Shortly after, he got in his best of the night by responding to a pointed question about whether she was qualified, as in earned her way, to her Harvard Law tenured professorship. The implication seemed to be an effort to return to the ancestry/affirmative action opening where Brown has yet to show any evidence she got an advantage by listing herself in a directory as having Native-American background. Instead, he made his best feint of the show saying she likely was an excellent professor and he was working to make sure she stayed one. Point and counterpoint.
Unfortunately, Gregory was only a tiny bit sharper than the rumpled of clothes and mind Jon Keller in the first meeting. He too not only opened with the ancestry non-issue, but let it consume over a quarter of the show. We were robbed of substance again.
Yet that was another benefit of being there. Brown's supporters clapped, stomped and cheered wildly at even his dumbest responses. While Gregory urged everyone before starting not to interrupt with such responses, both sides ended up ignoring him. I listened carefully and figure that perhaps Warren supporters outnumbered Brown ones by 50% or so, at least by oral volume, similar to the crowds outside before it began. Both sides made plenty of noise.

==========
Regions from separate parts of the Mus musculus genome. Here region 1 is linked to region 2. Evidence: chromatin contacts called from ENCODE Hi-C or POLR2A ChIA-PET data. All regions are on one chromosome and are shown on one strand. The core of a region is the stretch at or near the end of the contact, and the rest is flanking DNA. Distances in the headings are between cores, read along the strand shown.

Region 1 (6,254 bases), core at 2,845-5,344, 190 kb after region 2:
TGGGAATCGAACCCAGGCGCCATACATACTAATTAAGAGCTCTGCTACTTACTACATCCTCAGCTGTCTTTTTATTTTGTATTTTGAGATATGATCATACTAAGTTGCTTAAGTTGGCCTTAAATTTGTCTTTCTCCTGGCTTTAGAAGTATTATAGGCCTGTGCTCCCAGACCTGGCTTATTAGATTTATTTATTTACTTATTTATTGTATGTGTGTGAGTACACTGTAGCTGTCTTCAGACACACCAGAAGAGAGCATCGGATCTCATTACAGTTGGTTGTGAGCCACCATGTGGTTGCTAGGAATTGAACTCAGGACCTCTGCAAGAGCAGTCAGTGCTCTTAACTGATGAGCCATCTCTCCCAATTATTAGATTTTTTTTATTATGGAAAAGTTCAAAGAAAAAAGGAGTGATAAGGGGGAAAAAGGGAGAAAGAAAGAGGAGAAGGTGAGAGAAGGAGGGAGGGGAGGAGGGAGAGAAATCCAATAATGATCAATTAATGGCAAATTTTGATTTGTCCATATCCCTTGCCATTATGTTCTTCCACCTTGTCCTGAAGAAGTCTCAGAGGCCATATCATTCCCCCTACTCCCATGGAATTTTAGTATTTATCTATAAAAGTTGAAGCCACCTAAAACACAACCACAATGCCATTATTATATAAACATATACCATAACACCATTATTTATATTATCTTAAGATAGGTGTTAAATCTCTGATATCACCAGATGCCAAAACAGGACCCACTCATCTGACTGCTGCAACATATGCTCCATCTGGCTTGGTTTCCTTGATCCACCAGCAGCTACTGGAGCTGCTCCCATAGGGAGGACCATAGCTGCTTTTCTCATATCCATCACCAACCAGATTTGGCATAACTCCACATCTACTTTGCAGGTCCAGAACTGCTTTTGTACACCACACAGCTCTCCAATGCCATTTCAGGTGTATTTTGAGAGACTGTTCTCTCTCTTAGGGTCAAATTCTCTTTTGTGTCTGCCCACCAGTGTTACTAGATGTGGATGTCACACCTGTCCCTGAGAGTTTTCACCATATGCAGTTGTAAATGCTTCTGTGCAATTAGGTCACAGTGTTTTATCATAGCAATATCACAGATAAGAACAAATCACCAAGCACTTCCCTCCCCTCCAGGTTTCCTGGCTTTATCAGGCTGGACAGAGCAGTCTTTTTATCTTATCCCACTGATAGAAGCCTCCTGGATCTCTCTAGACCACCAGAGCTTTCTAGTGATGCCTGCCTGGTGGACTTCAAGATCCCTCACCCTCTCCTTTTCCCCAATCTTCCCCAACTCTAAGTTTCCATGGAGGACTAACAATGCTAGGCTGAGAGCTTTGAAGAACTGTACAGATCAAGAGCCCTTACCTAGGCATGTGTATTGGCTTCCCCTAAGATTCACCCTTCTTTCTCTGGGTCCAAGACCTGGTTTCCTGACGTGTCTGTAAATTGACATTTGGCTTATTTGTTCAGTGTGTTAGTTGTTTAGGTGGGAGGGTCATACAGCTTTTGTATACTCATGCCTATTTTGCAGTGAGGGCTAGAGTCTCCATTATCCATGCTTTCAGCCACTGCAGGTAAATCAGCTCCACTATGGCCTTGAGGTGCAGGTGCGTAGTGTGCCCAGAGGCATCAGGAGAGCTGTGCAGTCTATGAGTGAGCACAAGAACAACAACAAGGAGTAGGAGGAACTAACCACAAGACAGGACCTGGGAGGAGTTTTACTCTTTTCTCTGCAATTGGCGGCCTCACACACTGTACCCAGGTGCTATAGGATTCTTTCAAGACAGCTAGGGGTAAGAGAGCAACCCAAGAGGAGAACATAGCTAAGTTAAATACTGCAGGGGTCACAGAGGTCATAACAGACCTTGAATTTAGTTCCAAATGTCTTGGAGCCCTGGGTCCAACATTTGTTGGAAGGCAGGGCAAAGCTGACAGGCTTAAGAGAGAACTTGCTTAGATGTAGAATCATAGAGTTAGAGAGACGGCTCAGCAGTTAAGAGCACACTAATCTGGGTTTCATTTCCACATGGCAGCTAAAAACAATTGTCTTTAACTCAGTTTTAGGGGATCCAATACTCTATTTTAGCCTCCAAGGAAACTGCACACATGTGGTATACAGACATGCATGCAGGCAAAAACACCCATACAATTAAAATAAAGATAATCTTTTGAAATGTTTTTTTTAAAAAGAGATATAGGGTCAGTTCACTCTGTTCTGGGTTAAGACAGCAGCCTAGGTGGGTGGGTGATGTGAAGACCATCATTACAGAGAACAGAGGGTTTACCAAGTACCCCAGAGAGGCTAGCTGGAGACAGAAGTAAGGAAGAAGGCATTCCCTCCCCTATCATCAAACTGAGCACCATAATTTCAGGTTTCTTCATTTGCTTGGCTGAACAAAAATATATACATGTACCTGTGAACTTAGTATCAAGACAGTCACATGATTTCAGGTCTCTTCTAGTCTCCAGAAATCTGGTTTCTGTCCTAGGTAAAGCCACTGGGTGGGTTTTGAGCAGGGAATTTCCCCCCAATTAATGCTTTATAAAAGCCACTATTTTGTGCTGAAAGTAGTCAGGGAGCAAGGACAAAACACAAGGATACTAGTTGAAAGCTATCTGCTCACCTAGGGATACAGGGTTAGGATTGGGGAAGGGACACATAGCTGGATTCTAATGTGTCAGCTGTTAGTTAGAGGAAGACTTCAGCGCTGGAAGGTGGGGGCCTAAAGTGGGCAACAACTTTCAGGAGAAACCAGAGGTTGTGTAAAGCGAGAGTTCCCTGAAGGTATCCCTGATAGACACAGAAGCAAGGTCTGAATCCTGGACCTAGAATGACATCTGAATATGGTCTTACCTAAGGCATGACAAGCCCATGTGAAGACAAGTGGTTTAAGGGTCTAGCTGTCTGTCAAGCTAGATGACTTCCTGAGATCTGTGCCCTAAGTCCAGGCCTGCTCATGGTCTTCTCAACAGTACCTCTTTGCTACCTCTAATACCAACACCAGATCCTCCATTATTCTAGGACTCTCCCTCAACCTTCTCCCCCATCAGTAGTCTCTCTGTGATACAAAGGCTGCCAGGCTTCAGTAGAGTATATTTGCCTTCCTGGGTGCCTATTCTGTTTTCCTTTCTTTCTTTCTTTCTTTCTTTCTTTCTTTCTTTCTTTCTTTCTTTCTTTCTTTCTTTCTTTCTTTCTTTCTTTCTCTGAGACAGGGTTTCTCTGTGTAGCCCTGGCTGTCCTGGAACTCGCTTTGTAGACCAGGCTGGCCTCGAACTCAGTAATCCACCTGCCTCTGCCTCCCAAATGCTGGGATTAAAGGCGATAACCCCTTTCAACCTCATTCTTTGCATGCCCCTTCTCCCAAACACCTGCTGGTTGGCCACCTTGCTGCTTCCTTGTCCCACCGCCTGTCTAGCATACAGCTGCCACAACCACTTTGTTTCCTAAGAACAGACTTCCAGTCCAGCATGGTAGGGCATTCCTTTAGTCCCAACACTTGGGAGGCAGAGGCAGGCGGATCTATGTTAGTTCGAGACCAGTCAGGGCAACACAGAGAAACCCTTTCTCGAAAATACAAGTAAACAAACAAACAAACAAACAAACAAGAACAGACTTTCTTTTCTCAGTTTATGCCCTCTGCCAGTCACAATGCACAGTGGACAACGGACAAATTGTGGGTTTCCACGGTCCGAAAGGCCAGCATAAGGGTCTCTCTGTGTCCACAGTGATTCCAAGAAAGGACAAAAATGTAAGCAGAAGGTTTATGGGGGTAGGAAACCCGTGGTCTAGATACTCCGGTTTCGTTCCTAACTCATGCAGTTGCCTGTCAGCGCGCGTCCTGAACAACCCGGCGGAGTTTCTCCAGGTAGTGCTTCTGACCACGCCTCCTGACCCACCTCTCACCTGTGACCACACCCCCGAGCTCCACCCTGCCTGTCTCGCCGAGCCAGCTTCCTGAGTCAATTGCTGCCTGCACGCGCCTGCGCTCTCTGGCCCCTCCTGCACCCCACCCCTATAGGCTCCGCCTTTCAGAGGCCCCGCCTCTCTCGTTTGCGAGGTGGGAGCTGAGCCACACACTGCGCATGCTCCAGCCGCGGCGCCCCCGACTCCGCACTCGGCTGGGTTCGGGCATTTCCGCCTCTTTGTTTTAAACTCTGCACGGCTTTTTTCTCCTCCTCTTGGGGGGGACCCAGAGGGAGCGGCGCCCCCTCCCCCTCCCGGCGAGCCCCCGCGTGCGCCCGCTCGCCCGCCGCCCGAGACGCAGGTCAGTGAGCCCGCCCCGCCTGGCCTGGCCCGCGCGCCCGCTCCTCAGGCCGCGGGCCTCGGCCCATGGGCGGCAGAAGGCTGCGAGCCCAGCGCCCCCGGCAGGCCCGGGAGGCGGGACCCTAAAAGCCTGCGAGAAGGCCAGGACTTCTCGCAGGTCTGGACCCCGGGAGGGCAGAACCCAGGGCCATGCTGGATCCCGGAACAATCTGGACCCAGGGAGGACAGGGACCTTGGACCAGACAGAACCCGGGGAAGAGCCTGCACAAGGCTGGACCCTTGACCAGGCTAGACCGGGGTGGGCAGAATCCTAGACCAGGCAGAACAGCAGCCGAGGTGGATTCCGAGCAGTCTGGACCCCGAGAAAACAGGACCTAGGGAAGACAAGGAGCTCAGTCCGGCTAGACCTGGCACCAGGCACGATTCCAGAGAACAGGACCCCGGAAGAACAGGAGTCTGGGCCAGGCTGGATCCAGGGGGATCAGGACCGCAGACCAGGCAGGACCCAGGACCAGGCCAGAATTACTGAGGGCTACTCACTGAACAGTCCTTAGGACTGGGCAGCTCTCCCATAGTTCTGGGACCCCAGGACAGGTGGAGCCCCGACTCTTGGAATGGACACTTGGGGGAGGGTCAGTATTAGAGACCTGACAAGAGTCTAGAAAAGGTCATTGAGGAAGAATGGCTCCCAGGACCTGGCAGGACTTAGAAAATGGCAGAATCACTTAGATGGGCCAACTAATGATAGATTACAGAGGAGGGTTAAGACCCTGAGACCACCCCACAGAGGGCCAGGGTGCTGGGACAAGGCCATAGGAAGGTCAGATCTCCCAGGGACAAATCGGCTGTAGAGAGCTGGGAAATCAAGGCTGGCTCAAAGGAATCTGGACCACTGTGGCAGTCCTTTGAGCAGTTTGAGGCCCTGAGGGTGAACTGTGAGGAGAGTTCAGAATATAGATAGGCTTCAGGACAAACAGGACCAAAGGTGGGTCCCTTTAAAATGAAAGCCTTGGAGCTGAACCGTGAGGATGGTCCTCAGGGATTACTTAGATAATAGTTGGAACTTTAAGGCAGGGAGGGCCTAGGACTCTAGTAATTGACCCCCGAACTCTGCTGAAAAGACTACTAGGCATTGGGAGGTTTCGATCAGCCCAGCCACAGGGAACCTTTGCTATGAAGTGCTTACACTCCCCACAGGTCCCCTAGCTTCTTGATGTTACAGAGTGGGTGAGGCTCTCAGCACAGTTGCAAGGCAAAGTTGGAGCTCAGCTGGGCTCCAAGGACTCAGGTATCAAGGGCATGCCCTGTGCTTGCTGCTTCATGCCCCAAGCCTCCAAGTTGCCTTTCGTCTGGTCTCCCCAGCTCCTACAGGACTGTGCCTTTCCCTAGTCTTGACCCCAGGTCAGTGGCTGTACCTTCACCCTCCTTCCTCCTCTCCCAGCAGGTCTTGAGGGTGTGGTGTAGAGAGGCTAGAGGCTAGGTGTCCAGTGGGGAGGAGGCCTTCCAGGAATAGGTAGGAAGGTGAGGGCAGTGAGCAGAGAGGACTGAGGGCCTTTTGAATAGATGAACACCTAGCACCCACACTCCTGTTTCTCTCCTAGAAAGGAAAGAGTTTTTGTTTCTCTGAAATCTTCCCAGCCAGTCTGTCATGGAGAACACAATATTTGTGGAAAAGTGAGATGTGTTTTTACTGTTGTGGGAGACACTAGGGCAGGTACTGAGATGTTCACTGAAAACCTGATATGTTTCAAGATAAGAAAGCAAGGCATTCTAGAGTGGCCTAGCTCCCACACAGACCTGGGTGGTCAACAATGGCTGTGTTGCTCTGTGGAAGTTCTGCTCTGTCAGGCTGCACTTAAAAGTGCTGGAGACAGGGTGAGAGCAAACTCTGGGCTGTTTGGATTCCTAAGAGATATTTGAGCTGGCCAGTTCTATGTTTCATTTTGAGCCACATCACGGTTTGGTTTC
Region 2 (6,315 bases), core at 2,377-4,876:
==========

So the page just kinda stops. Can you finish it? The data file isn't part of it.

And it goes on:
I don't have a whole lot of hope for more substance in the remaining, staged for TV sort-of debates. The format stinks and leads to the shallowness we've seen in the first two, particularly under two lame moderators.
Without question, Warren is smart, knowledgeable and substantive. Brown isn't going to become forthcoming or honest in the next three weeks. We'll continue to have inequality with avoidance on one side.